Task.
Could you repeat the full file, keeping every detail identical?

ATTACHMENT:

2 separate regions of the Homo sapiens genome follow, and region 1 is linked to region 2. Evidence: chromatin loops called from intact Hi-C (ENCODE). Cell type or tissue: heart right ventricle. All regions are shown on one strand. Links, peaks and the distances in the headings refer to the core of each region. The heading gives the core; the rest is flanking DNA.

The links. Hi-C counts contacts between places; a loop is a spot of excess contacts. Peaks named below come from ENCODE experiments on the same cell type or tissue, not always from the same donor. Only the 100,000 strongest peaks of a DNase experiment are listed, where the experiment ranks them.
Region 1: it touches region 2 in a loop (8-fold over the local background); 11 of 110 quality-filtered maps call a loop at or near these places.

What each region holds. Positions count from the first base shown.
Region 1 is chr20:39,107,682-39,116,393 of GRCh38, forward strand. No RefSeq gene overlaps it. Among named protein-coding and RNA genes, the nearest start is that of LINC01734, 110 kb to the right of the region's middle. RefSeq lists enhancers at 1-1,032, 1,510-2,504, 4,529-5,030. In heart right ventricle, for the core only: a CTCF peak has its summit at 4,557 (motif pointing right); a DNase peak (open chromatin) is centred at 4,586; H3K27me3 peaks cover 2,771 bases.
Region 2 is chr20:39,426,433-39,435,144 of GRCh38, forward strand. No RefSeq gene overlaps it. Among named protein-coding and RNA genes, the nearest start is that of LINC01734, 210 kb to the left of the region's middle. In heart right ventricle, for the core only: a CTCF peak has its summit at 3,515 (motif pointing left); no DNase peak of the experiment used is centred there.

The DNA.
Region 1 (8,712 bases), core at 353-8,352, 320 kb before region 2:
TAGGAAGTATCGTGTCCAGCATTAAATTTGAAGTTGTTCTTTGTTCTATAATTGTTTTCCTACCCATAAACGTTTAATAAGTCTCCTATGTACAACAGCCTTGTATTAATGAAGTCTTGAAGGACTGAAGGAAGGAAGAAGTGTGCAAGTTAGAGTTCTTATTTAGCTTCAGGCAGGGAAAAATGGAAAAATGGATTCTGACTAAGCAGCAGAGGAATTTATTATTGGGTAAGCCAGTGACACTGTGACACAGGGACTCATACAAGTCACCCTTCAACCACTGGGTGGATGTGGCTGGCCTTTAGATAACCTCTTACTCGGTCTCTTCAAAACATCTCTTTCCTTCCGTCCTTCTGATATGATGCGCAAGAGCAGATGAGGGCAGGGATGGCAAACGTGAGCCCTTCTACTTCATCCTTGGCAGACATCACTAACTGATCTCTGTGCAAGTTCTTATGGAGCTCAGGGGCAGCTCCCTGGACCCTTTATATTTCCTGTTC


2 separate regions of the Homo sapiens genome follow, and region 1 is linked to region 2. Evidence: chromatin loops called from intact Hi-C (ENCODE). Cell type or tissue: heart right ventricle. All regions are shown on one strand. Links, peaks and the distances in the headings refer to the core of each region. The heading gives the core; the rest is flanking DNA.

The links. Hi-C counts contacts between places; a loop is a spot of excess contacts. Peaks named below come from ENCODE experiments on the same cell type or tissue, not always from the same donor. Only the 100,000 strongest peaks of a DNase experiment are listed, where the experiment ranks them.
Region 1: it touches region 2 in a loop (8-fold over the local background); 11 of 110 quality-filtered maps call a loop at or near these places.

What each region holds. Positions count from the first base shown.
Region 1 is chr20:39,107,682-39,116,393 of GRCh38, forward strand. No RefSeq gene overlaps it. Among named protein-coding and RNA genes, the nearest start is that of LINC01734, 110 kb to the right of the region's middle. RefSeq lists enhancers at 1-1,032, 1,510-2,504, 4,529-5,030. In heart right ventricle, for the core only: a CTCF peak has its summit at 4,557 (motif pointing right); a DNase peak (open chromatin) is centred at 4,586; H3K27me3 peaks cover 2,771 bases.
Region 2 is chr20:39,426,433-39,435,144 of GRCh38, forward strand. No RefSeq gene overlaps it. Among named protein-coding and RNA genes, the nearest start is that of LINC01734, 210 kb to the left of the region's middle. In heart right ventricle, for the core only: a CTCF peak has its summit at 3,515 (motif pointing left); no DNase peak of the experiment used is centred there.

The DNA.
Region 1 (8,712 bases), core at 353-8,352, 320 kb before region 2:
TAGGAAGTATCGTGTCCAGCATTAAATTTGAAGTTGTTCTTTGTTCTATAATTGTTTTCCTACCCATAAACGTTTAATAAGTCTCCTATGTACAACAGCCTTGTATTAATGAAGTCTTGAAGGACTGAAGGAAGGAAGAAGTGTGCAAGTTAGAGTTCTTATTTAGCTTCAGGCAGGGAAAAATGGAAAAATGGATTCTGACTAAGCAGCAGAGGAATTTATTATTGGGTAAGCCAGTGACACTGTGACACAGGGACTCATACAAGTCACCCTTCAACCACTGGGTGGATGTGGCTGGCCTTTAGATAACCTCTTACTCGGTCTCTTCAAAACATCTCTTTCCTTCCGTCCTTCTGATATGATGCGCAAGAGCAGATGAGGGCAGGGATGGCAAACGTGAGCCCTTCTACTTCATCCTTGGCAGACATCACTAACTGATCTCTGTGCAAGTTCTTATGGAGCTCAGGGGCAGCTCCCTGGACCCTTTATATTTCCTGTTC